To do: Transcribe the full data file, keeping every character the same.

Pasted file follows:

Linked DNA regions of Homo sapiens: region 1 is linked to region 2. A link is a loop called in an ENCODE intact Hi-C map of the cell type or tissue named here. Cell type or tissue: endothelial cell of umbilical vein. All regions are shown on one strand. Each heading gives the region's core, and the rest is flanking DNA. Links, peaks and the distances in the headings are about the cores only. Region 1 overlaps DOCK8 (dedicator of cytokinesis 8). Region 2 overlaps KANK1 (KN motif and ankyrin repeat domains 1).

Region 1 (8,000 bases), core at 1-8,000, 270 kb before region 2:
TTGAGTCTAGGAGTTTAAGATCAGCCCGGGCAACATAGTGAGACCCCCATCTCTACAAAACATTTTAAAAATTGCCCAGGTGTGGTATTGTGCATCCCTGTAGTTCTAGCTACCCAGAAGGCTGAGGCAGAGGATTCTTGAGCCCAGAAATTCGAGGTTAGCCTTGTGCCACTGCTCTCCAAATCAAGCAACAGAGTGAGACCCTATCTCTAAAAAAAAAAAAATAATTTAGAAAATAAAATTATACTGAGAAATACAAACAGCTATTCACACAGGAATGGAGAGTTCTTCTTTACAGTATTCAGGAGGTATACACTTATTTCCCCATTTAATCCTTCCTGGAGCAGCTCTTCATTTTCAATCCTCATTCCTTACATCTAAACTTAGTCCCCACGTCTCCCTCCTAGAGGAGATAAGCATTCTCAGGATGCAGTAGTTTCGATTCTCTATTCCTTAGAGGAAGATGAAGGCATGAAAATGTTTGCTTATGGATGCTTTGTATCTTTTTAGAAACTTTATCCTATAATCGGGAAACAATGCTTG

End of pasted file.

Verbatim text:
Linked DNA regions of Homo sapiens: region 1 is linked to region 2. A link is a loop called in an ENCODE intact Hi-C map of the cell type or tissue named here. Cell type or tissue: endothelial cell of umbilical vein. All regions are shown on one strand. Each heading gives the region's core, and the rest is flanking DNA. Links, peaks and the distances in the headings are about the cores only. Region 1 overlaps DOCK8 (dedicator of cytokinesis 8). Region 2 overlaps KANK1 (KN motif and ankyrin repeat domains 1).

Region 1 (8,000 bases), core at 1-8,000, 270 kb before region 2:
TTGAGTCTAGGAGTTTAAGATCAGCCCGGGCAACATAGTGAGACCCCCATCTCTACAAAACATTTTAAAAATTGCCCAGGTGTGGTATTGTGCATCCCTGTAGTTCTAGCTACCCAGAAGGCTGAGGCAGAGGATTCTTGAGCCCAGAAATTCGAGGTTAGCCTTGTGCCACTGCTCTCCAAATCAAGCAACAGAGTGAGACCCTATCTCTAAAAAAAAAAAAATAATTTAGAAAATAAAATTATACTGAGAAATACAAACAGCTATTCACACAGGAATGGAGAGTTCTTCTTTACAGTATTCAGGAGGTATACACTTATTTCCCCATTTAATCCTTCCTGGAGCAGCTCTTCATTTTCAATCCTCATTCCTTACATCTAAACTTAGTCCCCACGTCTCCCTCCTAGAGGAGATAAGCATTCTCAGGATGCAGTAGTTTCGATTCTCTATTCCTTAGAGGAAGATGAAGGCATGAAAATGTTTGCTTATGGATGCTTTGTATCTTTTTAGAAACTTTATCCTATAATCGGGAAACAATGCTTG